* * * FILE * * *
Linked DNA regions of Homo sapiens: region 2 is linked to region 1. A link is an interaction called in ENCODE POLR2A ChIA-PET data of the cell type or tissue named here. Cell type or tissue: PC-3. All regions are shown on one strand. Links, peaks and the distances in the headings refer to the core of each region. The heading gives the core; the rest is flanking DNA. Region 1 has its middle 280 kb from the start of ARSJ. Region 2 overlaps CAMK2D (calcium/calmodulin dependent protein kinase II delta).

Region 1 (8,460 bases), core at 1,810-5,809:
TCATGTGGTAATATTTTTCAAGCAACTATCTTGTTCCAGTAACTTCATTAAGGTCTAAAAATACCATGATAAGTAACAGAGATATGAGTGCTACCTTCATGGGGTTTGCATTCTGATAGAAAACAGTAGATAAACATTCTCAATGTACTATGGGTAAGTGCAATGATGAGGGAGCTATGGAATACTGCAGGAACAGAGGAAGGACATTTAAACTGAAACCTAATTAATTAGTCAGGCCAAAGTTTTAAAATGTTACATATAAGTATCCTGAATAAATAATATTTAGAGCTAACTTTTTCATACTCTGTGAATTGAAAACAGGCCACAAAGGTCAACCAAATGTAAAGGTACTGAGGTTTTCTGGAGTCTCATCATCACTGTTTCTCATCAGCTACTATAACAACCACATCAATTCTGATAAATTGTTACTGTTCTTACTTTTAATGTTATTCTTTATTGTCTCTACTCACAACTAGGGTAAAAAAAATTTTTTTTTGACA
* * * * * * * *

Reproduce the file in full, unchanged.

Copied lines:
Linked DNA regions of Homo sapiens: region 2 is linked to region 1. A link is an interaction called in ENCODE POLR2A ChIA-PET data of the cell type or tissue named here. Cell type or tissue: PC-3. All regions are shown on one strand. Links, peaks and the distances in the headings refer to the core of each region. The heading gives the core; the rest is flanking DNA. Region 1 has its middle 280 kb from the start of ARSJ. Region 2 overlaps CAMK2D (calcium/calmodulin dependent protein kinase II delta).

Region 1 (8,460 bases), core at 1,810-5,809:
TCATGTGGTAATATTTTTCAAGCAACTATCTTGTTCCAGTAACTTCATTAAGGTCTAAAAATACCATGATAAGTAACAGAGATATGAGTGCTACCTTCATGGGGTTTGCATTCTGATAGAAAACAGTAGATAAACATTCTCAATGTACTATGGGTAAGTGCAATGATGAGGGAGCTATGGAATACTGCAGGAACAGAGGAAGGACATTTAAACTGAAACCTAATTAATTAGTCAGGCCAAAGTTTTAAAATGTTACATATAAGTATCCTGAATAAATAATATTTAGAGCTAACTTTTTCATACTCTGTGAATTGAAAACAGGCCACAAAGGTCAACCAAATGTAAAGGTACTGAGGTTTTCTGGAGTCTCATCATCACTGTTTCTCATCAGCTACTATAACAACCACATCAATTCTGATAAATTGTTACTGTTCTTACTTTTAATGTTATTCTTTATTGTCTCTACTCACAACTAGGGTAAAAAAAATTTTTTTTTGACA